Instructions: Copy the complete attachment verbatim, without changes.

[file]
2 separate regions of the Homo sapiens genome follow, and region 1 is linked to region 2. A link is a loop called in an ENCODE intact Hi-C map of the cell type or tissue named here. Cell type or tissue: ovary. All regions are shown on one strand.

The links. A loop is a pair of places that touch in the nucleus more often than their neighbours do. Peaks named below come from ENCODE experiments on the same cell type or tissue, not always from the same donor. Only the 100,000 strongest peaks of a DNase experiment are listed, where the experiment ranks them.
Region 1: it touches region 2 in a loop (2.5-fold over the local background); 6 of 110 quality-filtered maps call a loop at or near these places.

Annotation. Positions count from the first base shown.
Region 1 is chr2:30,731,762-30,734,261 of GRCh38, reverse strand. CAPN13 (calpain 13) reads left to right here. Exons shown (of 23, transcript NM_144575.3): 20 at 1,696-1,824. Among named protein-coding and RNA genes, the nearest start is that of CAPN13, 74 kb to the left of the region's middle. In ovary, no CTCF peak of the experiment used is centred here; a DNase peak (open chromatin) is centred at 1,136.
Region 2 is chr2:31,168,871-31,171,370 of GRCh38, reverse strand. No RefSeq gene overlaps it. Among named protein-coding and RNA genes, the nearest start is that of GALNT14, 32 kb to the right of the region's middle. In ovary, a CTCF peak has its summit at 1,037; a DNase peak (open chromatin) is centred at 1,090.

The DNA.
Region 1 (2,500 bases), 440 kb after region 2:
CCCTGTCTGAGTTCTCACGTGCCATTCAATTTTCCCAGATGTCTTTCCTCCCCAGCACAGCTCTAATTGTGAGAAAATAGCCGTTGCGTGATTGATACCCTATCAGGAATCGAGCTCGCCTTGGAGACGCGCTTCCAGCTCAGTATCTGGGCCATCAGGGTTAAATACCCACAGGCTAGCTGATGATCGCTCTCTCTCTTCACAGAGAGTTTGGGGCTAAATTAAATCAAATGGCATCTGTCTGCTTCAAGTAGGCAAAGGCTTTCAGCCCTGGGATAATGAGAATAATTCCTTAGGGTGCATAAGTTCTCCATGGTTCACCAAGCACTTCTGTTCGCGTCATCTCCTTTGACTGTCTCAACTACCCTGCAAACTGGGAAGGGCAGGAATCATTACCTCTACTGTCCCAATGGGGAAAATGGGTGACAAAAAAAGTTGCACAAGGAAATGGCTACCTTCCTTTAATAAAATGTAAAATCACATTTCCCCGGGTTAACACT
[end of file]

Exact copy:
2 separate regions of the Homo sapiens genome follow, and region 1 is linked to region 2. A link is a loop called in an ENCODE intact Hi-C map of the cell type or tissue named here. Cell type or tissue: ovary. All regions are shown on one strand.

The links. A loop is a pair of places that touch in the nucleus more often than their neighbours do. Peaks named below come from ENCODE experiments on the same cell type or tissue, not always from the same donor. Only the 100,000 strongest peaks of a DNase experiment are listed, where the experiment ranks them.
Region 1: it touches region 2 in a loop (2.5-fold over the local background); 6 of 110 quality-filtered maps call a loop at or near these places.

Annotation. Positions count from the first base shown.
Region 1 is chr2:30,731,762-30,734,261 of GRCh38, reverse strand. CAPN13 (calpain 13) reads left to right here. Exons shown (of 23, transcript NM_144575.3): 20 at 1,696-1,824. Among named protein-coding and RNA genes, the nearest start is that of CAPN13, 74 kb to the left of the region's middle. In ovary, no CTCF peak of the experiment used is centred here; a DNase peak (open chromatin) is centred at 1,136.
Region 2 is chr2:31,168,871-31,171,370 of GRCh38, reverse strand. No RefSeq gene overlaps it. Among named protein-coding and RNA genes, the nearest start is that of GALNT14, 32 kb to the right of the region's middle. In ovary, a CTCF peak has its summit at 1,037; a DNase peak (open chromatin) is centred at 1,090.

The DNA.
Region 1 (2,500 bases), 440 kb after region 2:
CCCTGTCTGAGTTCTCACGTGCCATTCAATTTTCCCAGATGTCTTTCCTCCCCAGCACAGCTCTAATTGTGAGAAAATAGCCGTTGCGTGATTGATACCCTATCAGGAATCGAGCTCGCCTTGGAGACGCGCTTCCAGCTCAGTATCTGGGCCATCAGGGTTAAATACCCACAGGCTAGCTGATGATCGCTCTCTCTCTTCACAGAGAGTTTGGGGCTAAATTAAATCAAATGGCATCTGTCTGCTTCAAGTAGGCAAAGGCTTTCAGCCCTGGGATAATGAGAATAATTCCTTAGGGTGCATAAGTTCTCCATGGTTCACCAAGCACTTCTGTTCGCGTCATCTCCTTTGACTGTCTCAACTACCCTGCAAACTGGGAAGGGCAGGAATCATTACCTCTACTGTCCCAATGGGGAAAATGGGTGACAAAAAAAGTTGCACAAGGAAATGGCTACCTTCCTTTAATAAAATGTAAAATCACATTTCCCCGGGTTAACACT